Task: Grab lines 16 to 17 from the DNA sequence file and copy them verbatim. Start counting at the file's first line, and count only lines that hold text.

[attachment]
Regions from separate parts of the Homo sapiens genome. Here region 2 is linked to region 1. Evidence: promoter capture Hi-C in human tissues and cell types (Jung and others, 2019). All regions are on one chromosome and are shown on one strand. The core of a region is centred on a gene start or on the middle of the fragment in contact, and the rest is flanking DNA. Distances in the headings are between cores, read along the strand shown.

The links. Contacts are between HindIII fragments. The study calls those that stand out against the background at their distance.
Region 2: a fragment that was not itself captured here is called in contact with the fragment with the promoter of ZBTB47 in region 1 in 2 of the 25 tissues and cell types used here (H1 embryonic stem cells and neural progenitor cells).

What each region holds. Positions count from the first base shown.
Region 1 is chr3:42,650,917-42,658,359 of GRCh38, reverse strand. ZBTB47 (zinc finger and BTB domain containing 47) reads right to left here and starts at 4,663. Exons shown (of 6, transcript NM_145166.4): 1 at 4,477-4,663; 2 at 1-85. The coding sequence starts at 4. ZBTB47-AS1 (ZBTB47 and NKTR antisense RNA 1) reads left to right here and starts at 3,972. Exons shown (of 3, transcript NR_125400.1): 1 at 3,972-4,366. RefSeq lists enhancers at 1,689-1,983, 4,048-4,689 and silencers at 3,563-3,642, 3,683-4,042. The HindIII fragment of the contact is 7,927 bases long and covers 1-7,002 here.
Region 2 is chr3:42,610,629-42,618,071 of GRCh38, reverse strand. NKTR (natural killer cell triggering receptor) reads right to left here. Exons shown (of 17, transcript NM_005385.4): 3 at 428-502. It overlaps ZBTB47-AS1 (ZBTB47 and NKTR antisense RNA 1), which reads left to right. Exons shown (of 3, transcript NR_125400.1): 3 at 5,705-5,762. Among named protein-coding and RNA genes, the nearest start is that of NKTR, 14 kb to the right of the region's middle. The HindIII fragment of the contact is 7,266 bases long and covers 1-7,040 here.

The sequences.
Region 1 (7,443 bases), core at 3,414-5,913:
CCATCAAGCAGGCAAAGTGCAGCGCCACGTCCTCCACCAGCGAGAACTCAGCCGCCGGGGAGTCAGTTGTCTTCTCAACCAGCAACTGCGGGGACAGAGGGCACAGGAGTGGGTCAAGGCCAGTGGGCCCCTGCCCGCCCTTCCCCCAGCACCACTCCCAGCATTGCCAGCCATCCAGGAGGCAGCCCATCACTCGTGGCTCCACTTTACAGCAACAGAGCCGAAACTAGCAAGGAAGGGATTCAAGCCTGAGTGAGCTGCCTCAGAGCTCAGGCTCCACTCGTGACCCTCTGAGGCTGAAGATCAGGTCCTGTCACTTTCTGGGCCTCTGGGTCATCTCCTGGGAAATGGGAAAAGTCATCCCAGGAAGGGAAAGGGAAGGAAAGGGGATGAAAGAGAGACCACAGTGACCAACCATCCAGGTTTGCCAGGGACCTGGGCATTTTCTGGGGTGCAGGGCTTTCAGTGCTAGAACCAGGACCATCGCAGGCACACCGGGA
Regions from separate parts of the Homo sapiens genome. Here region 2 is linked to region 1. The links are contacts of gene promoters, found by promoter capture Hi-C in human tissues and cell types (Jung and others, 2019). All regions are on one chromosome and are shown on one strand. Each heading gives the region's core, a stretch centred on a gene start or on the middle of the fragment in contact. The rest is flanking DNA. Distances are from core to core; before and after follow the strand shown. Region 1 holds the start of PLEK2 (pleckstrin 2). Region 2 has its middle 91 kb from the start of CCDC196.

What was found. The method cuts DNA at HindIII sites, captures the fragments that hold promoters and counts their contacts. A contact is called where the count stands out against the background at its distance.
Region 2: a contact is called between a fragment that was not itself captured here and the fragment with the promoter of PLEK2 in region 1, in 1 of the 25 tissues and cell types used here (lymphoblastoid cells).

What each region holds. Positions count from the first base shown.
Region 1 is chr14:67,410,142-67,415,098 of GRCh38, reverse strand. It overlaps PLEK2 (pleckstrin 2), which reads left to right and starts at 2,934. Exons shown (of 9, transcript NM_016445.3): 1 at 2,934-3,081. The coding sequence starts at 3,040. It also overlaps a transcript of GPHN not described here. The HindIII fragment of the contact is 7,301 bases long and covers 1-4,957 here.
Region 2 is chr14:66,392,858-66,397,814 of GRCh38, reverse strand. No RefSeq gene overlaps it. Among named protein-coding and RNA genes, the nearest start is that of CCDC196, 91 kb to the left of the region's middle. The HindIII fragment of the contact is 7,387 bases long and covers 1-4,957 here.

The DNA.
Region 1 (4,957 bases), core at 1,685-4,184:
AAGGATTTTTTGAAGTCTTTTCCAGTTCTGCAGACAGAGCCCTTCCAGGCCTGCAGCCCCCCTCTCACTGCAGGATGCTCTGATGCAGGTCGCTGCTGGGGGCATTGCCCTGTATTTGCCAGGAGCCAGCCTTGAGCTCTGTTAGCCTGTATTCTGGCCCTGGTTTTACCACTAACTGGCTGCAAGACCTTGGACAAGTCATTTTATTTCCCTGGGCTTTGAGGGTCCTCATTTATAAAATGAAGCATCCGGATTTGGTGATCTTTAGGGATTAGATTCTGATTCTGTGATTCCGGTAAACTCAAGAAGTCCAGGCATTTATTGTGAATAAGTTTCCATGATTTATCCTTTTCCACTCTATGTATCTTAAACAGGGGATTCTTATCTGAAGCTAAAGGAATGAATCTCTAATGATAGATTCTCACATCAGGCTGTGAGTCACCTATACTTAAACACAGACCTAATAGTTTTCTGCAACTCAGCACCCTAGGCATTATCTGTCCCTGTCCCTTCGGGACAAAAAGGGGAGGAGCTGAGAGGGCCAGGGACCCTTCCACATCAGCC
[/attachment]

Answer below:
The DNA.
Region 1 (4,957 bases), core at 1,685-4,184: